So, if a problem arises which requires the coordinated effort of these various arbitrarily-distanced souls, there is no mechanism for enabling that to take place. The institutions we formerly relied upon, as narrow-focused as they were, religion, proximity and the rest, are moribund. Sports teams serve as place setters for real community and symbols replace actuality. You root for the home team, maybe win a few and probably lose the rest. Then a Katrina happens and we are all brought back down, for a little while, kicking and screaming, to raw reality. Then the Dream Machine kicks in again and we are glued into our easy chairs, back on the program, braced for the next wave.
The ultimate injury suffered here cannot be quantified and in most cases does not even have a name. It is embodied in a concept which we named “empathy”. It is the ability to share someone else’s pleasure or pain, accomplishment or loss. It is natural to us, as is the mechanism which permits us to shut it off and become absorbed in ourselves. If you listen to popular music, the most common word in songs is always “you” and close behind that “love”. The focus is constantly directed to the other, because that is where your affirmation lies, with your lover or your child. The ability to care more for them than for yourself is the path we have been given to escape the tyranny of our own bodies and selves, to displace our attentions and affections on another. Since the other primary drive programmed into us by our natures and our conditioning is to focus on ourselves and to relegate others to bit parts and extras, this is the exposure of our centers to the light, the closest we may ever come to a revelatory experience.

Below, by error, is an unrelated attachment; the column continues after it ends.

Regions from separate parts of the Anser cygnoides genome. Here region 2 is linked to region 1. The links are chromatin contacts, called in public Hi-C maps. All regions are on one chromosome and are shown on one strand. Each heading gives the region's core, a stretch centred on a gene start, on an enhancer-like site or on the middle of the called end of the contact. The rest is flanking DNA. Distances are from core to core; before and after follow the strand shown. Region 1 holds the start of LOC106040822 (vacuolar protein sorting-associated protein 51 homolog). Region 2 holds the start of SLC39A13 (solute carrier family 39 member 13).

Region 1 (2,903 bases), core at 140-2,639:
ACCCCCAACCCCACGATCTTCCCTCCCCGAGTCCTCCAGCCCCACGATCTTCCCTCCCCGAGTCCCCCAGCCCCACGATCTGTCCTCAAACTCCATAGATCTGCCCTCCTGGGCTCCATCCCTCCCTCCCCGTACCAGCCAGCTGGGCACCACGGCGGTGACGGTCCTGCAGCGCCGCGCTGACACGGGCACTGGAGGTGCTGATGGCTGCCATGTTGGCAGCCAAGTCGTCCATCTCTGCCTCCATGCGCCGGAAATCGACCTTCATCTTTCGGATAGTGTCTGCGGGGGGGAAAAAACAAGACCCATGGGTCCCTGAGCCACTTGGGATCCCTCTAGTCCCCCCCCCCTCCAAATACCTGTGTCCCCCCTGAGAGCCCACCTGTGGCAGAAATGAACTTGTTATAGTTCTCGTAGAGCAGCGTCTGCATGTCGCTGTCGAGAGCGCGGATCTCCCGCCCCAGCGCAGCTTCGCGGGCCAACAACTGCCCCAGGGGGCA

When we can provide all who are alive, and all that is alive, with the grace afforded by these flashes of unselfishness and unification with what is outside of ourselves, this can be a long sea voyage to the land where change lives. Without mechanisms to sustain you on your way, it becomes very difficult to hold your course though, so we need to become designers and builders, to re-form the institutions and methods that we have contrived, or which, in most cases, been imposed on us over time. Since so much of this existing framework was constructed with only minimal feedback from the consumers of all of this society-building, there is obviously a lot of slack to take up.
When the equipment provided to us to help in our encounter with raw nature has been in the manner of weapons, to force nature back into a predictable and beneficial state, for the sake of distributing ever bigger prizes to the populace, there is no reckoning of the long-term effects of so much manipulation of our resources. This is a giant experiment, which many reckon has gone off the tracks, literally, when it comes to trains and figuratively when it comes to everything else. Take the food supply. Here is one thought about how to help put it back on the tracks.